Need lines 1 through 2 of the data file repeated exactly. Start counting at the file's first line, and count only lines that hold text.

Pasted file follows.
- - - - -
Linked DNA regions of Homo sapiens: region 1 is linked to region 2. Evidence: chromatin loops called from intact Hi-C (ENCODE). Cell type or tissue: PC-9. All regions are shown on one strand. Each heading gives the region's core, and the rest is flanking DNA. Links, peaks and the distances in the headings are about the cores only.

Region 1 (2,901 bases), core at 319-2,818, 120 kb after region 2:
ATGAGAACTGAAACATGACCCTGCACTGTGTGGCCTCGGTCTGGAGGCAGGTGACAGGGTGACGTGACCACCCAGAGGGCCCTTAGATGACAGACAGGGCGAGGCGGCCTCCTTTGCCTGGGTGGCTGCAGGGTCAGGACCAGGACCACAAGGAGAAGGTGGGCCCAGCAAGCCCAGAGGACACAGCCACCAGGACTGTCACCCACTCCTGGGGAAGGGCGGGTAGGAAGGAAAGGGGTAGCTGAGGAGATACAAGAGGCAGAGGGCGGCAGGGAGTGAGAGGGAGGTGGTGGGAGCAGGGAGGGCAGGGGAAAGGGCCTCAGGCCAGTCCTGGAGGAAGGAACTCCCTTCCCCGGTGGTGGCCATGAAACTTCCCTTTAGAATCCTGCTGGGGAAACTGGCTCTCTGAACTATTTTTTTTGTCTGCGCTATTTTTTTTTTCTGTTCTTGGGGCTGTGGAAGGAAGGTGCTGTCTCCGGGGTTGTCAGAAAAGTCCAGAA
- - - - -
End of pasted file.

Linked DNA regions of Homo sapiens: region 1 is linked to region 2. Evidence: chromatin loops called from intact Hi-C (ENCODE). Cell type or tissue: PC-9. All regions are shown on one strand. Each heading gives the region's core, and the rest is flanking DNA. Links, peaks and the distances in the headings are about the cores only.

Region 1 (2,901 bases), core at 319-2,818, 120 kb after region 2: